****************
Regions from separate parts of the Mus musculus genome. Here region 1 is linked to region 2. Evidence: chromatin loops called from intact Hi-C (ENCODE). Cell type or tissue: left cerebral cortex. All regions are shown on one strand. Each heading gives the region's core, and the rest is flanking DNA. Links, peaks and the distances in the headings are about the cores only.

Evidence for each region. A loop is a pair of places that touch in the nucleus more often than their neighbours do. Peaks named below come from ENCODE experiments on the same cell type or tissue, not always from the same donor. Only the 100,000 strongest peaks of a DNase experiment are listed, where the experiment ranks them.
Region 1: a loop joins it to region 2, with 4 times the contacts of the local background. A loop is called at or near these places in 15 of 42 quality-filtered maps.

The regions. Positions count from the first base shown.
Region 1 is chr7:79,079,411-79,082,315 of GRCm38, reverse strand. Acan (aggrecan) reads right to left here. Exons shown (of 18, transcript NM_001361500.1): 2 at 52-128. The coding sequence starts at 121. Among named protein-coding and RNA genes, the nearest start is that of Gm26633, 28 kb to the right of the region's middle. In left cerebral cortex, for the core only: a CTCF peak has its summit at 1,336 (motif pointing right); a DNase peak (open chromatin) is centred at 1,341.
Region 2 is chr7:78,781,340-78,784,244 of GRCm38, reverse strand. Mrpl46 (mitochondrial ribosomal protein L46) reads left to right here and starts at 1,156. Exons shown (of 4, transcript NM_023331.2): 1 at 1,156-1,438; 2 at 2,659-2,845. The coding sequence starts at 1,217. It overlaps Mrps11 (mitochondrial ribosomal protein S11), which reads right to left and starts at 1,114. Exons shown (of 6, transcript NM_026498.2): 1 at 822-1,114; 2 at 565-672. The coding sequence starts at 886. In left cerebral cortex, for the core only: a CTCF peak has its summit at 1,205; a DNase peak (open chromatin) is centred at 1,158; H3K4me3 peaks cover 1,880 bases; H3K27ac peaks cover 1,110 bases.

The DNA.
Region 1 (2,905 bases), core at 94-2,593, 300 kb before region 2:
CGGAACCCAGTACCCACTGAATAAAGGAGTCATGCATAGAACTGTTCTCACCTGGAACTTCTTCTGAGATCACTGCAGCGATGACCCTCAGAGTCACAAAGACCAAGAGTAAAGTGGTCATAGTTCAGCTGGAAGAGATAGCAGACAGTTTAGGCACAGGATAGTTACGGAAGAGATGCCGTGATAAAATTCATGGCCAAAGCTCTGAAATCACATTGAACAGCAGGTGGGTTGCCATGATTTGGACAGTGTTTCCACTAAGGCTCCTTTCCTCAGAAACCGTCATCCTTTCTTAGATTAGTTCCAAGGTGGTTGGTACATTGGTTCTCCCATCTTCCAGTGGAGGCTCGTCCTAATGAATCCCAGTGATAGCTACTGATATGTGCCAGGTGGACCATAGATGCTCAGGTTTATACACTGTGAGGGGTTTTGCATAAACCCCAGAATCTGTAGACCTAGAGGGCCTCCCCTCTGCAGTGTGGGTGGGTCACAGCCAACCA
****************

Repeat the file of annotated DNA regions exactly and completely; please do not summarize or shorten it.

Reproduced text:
Regions from separate parts of the Mus musculus genome. Here region 1 is linked to region 2. Evidence: chromatin loops called from intact Hi-C (ENCODE). Cell type or tissue: left cerebral cortex. All regions are shown on one strand. Each heading gives the region's core, and the rest is flanking DNA. Links, peaks and the distances in the headings are about the cores only.

Evidence for each region. A loop is a pair of places that touch in the nucleus more often than their neighbours do. Peaks named below come from ENCODE experiments on the same cell type or tissue, not always from the same donor. Only the 100,000 strongest peaks of a DNase experiment are listed, where the experiment ranks them.
Region 1: a loop joins it to region 2, with 4 times the contacts of the local background. A loop is called at or near these places in 15 of 42 quality-filtered maps.

The regions. Positions count from the first base shown.
Region 1 is chr7:79,079,411-79,082,315 of GRCm38, reverse strand. Acan (aggrecan) reads right to left here. Exons shown (of 18, transcript NM_001361500.1): 2 at 52-128. The coding sequence starts at 121. Among named protein-coding and RNA genes, the nearest start is that of Gm26633, 28 kb to the right of the region's middle. In left cerebral cortex, for the core only: a CTCF peak has its summit at 1,336 (motif pointing right); a DNase peak (open chromatin) is centred at 1,341.
Region 2 is chr7:78,781,340-78,784,244 of GRCm38, reverse strand. Mrpl46 (mitochondrial ribosomal protein L46) reads left to right here and starts at 1,156. Exons shown (of 4, transcript NM_023331.2): 1 at 1,156-1,438; 2 at 2,659-2,845. The coding sequence starts at 1,217. It overlaps Mrps11 (mitochondrial ribosomal protein S11), which reads right to left and starts at 1,114. Exons shown (of 6, transcript NM_026498.2): 1 at 822-1,114; 2 at 565-672. The coding sequence starts at 886. In left cerebral cortex, for the core only: a CTCF peak has its summit at 1,205; a DNase peak (open chromatin) is centred at 1,158; H3K4me3 peaks cover 1,880 bases; H3K27ac peaks cover 1,110 bases.

The DNA.
Region 1 (2,905 bases), core at 94-2,593, 300 kb before region 2:
CGGAACCCAGTACCCACTGAATAAAGGAGTCATGCATAGAACTGTTCTCACCTGGAACTTCTTCTGAGATCACTGCAGCGATGACCCTCAGAGTCACAAAGACCAAGAGTAAAGTGGTCATAGTTCAGCTGGAAGAGATAGCAGACAGTTTAGGCACAGGATAGTTACGGAAGAGATGCCGTGATAAAATTCATGGCCAAAGCTCTGAAATCACATTGAACAGCAGGTGGGTTGCCATGATTTGGACAGTGTTTCCACTAAGGCTCCTTTCCTCAGAAACCGTCATCCTTTCTTAGATTAGTTCCAAGGTGGTTGGTACATTGGTTCTCCCATCTTCCAGTGGAGGCTCGTCCTAATGAATCCCAGTGATAGCTACTGATATGTGCCAGGTGGACCATAGATGCTCAGGTTTATACACTGTGAGGGGTTTTGCATAAACCCCAGAATCTGTAGACCTAGAGGGCCTCCCCTCTGCAGTGTGGGTGGGTCACAGCCAACCA